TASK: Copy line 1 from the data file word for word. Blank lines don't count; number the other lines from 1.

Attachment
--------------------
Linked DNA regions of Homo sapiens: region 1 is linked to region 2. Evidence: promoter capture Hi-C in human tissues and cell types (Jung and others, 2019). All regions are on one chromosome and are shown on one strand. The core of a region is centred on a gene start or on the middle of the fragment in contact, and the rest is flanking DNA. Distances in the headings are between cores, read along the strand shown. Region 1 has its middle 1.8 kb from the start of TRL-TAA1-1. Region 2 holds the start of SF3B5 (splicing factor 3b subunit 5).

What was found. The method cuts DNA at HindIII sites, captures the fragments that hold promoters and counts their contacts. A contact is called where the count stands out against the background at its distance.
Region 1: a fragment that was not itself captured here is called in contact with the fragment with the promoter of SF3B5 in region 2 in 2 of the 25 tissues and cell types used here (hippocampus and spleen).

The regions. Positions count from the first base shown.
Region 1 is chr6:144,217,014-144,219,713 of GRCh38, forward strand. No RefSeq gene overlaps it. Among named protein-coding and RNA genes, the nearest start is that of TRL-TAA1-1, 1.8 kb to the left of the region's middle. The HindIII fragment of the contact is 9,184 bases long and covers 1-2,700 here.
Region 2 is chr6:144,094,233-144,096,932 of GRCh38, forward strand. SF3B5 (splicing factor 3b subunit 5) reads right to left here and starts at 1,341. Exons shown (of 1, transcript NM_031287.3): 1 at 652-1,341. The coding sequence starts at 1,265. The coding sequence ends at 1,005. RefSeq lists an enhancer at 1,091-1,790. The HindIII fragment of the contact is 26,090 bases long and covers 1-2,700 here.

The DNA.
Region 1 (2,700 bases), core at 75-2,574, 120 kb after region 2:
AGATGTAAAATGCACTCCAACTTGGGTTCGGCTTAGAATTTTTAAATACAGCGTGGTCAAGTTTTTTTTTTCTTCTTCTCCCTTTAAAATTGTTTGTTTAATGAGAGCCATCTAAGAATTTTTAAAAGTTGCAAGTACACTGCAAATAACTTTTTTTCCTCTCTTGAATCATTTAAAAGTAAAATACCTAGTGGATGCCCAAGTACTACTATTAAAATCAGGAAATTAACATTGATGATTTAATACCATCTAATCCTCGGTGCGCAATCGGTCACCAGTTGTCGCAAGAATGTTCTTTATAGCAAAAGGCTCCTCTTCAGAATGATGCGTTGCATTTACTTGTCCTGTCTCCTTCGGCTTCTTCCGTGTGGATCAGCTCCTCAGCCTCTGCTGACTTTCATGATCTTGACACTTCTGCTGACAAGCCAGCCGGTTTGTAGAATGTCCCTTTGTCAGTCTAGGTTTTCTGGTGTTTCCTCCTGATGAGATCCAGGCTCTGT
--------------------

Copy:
Linked DNA regions of Homo sapiens: region 1 is linked to region 2. Evidence: promoter capture Hi-C in human tissues and cell types (Jung and others, 2019). All regions are on one chromosome and are shown on one strand. The core of a region is centred on a gene start or on the middle of the fragment in contact, and the rest is flanking DNA. Distances in the headings are between cores, read along the strand shown. Region 1 has its middle 1.8 kb from the start of TRL-TAA1-1. Region 2 holds the start of SF3B5 (splicing factor 3b subunit 5).